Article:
Re. Epilepsy Scandal – We may be able to sue again if we can uncover evidence of the following….

This is regarding the scandal of hundreds of children (myself included) misdiagnosed by a doctor. I have attached my sources on to the end of this so that people can see what I am referring to themselves. This is only a suggestion at the moment because there will be a need to gain enough evidence to potentially sue on the ‘balance of probabilities. I was medicated with a drug called Vigabatrin from the age of 8 to 11 years old. I am aware that I was most likely not the only child prescribed this medication.

It was proven that in my case I shouldn’t have been medicated for the type of seizures I had, let alone being on a zombifying 1000mg dosage per day. I honestly can’t recall a lot of that period of my childhood because of the way I was while on them. I couldn’t learn at school and after I was taken off of them at 11, my behaviour problems materialised. I may joke about when it comes to my learning difficulties now and refer to myself as ‘retarded’, but this has taken me a long time to be able to accept. I now have a brain that doesn’t work properly without some form of medication and had hormonal issues since puberty (may be because the medication I was on as a child affected my development).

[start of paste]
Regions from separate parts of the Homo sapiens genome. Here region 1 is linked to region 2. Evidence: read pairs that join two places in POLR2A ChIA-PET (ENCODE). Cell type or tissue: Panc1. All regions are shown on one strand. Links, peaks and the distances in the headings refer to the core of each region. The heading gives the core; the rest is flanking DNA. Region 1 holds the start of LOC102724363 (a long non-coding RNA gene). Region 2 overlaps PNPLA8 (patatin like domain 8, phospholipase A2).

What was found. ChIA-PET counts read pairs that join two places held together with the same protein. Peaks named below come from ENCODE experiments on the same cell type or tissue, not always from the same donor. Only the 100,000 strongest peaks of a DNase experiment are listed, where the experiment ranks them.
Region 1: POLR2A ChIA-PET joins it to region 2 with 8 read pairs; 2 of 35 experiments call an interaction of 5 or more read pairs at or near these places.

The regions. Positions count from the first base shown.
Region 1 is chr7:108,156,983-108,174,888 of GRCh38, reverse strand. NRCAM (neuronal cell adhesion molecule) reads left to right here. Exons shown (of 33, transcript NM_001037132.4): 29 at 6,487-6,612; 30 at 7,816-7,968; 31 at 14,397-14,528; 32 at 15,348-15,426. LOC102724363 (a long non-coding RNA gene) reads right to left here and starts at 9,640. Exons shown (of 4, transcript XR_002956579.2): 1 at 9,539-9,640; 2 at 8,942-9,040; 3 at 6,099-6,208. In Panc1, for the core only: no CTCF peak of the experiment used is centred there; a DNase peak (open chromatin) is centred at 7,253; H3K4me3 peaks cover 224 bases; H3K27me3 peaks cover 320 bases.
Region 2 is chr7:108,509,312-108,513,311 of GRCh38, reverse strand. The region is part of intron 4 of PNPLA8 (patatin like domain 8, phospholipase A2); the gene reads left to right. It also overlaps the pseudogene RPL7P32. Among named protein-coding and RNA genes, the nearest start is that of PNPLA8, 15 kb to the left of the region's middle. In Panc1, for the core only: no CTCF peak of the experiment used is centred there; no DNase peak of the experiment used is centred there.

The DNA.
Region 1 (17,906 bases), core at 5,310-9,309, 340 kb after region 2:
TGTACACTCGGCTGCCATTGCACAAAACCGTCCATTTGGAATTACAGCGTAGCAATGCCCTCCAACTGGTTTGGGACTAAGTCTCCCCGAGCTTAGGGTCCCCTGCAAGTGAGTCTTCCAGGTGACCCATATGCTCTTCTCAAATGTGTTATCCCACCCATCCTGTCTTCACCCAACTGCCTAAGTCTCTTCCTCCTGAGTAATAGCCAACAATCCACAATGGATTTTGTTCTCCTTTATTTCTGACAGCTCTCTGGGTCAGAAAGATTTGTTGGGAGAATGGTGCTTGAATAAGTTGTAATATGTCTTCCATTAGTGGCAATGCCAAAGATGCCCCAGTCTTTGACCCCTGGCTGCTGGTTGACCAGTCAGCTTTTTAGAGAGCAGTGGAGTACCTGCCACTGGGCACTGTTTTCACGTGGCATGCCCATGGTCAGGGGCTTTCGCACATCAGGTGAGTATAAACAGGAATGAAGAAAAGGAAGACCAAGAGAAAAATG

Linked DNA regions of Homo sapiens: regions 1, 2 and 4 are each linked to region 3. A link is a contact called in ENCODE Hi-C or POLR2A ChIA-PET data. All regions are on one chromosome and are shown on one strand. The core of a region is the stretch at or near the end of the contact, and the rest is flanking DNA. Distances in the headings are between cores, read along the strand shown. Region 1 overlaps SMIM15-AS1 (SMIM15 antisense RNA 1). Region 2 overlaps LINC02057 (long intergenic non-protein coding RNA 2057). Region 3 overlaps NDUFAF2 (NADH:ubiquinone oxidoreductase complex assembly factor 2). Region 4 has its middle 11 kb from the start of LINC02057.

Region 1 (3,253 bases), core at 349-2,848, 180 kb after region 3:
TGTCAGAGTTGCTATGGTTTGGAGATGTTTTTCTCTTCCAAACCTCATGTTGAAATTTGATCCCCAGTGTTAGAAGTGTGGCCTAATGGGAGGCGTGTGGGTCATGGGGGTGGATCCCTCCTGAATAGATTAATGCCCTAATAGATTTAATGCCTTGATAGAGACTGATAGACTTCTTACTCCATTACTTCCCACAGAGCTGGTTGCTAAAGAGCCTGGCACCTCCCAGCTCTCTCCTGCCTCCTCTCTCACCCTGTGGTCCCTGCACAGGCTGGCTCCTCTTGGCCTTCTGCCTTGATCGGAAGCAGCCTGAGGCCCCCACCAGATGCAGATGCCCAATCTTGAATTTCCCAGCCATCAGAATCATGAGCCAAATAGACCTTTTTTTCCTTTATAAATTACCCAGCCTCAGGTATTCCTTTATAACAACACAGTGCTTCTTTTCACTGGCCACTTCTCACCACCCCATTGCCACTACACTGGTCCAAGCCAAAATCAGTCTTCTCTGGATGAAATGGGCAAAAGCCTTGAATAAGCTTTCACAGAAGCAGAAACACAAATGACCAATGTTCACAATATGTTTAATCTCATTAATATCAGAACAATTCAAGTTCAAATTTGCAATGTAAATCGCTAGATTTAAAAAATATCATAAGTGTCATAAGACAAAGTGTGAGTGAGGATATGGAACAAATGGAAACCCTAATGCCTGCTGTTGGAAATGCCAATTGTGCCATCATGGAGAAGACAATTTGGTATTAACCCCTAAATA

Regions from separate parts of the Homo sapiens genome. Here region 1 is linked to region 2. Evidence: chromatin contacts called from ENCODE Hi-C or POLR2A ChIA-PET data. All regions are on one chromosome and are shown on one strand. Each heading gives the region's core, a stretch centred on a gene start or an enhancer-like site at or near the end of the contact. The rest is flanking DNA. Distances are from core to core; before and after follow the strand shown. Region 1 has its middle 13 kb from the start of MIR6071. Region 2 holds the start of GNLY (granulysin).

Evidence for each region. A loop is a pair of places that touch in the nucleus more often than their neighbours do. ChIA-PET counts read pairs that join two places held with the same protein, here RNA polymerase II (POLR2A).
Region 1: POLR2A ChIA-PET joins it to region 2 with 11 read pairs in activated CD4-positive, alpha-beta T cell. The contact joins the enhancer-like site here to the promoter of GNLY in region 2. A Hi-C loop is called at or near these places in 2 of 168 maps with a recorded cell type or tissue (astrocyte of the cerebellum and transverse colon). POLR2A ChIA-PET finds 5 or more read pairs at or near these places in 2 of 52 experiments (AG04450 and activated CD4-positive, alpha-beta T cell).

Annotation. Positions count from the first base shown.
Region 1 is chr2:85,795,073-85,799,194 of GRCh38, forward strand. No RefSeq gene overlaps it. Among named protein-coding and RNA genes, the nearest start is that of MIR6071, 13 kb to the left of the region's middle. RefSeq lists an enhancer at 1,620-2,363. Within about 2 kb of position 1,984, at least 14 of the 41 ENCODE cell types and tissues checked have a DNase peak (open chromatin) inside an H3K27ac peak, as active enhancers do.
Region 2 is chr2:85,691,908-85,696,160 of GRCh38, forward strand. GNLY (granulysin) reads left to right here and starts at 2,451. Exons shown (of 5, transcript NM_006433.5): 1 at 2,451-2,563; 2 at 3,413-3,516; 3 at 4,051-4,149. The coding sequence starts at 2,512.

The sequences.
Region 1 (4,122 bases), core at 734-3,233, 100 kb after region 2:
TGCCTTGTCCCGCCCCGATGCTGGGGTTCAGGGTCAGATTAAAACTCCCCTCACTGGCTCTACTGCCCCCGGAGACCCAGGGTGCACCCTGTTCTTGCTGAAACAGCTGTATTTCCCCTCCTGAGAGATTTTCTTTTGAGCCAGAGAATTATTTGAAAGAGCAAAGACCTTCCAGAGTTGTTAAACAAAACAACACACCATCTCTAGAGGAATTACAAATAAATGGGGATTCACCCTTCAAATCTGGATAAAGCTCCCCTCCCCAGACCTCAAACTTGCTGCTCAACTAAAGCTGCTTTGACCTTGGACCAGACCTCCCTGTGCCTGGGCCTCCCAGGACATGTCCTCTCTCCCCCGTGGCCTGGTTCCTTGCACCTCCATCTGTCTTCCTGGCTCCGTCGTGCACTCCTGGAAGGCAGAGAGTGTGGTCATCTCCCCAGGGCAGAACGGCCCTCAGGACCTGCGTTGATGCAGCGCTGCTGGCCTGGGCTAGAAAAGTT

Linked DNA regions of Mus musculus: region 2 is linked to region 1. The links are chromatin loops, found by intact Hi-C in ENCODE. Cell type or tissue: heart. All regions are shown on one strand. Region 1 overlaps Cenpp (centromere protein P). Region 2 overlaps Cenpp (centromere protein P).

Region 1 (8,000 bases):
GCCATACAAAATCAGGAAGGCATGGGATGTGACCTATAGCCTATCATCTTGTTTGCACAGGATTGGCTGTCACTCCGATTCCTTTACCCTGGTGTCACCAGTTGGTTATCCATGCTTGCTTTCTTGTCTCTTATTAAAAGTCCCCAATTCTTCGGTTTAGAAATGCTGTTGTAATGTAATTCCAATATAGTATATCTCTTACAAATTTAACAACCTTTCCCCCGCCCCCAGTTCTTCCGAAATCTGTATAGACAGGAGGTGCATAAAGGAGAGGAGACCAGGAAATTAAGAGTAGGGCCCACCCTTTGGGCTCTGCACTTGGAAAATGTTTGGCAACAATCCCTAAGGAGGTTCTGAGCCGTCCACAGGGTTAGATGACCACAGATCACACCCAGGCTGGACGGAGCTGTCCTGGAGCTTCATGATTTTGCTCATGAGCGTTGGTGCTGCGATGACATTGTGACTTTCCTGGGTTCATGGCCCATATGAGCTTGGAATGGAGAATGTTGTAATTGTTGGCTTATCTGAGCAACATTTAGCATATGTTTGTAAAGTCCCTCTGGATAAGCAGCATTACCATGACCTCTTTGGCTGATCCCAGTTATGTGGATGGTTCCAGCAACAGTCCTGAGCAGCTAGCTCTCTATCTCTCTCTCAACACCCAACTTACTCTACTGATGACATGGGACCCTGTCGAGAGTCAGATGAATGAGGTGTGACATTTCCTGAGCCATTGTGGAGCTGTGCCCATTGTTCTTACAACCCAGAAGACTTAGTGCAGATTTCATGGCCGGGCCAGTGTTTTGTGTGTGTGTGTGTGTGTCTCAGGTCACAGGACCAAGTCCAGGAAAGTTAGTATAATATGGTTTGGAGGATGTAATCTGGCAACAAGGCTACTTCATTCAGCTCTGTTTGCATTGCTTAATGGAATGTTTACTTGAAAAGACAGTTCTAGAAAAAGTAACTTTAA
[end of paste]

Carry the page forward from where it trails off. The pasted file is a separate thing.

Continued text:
In reference to the links below, this drug wasn’t approved to be ‘safe’ until 2009. It certainly wasn’t recommended in children due to it’s safety concerns which came up in the clinical trials cited below on via the last link on the sources list. The NHS was sued because of this doctor. They were vicariously liable for his misdiagnosis of 600 children. The thought then crossed my mind that the drug definitely wasn’t approved in children at that time (mid to late 90s). We could have been test subjects and not been consulted about it. If we could obtain some form of proof which suggests that money changed hands and that he was asked to give pharmaceutical medication which wasn’t approved in children to minors.

This would mean we could sue the doctor himself in a personal capacity. He would have been negligent because he owed us a duty of care and as a professional that bar is set higher. He endangered us and caused us life long side effects by giving us medication which wasn’t approved in children. The dangers had already been previously highlighted in clinical studies and by not considering those dangers he has also breached the duty of care to a negligent standard. If money has changed hands at any point then that makes it worse in a way, eg. someone was paid to leave us with life long learning and intellectual disabilities and, in some cases, physical disabilities.

Sources:

fda – Vigabatrim info

Vigabatrim Info – NICE

Vigabatrim – Drugs.com

Vigabatrim – Center Watch

Clinical Trials Results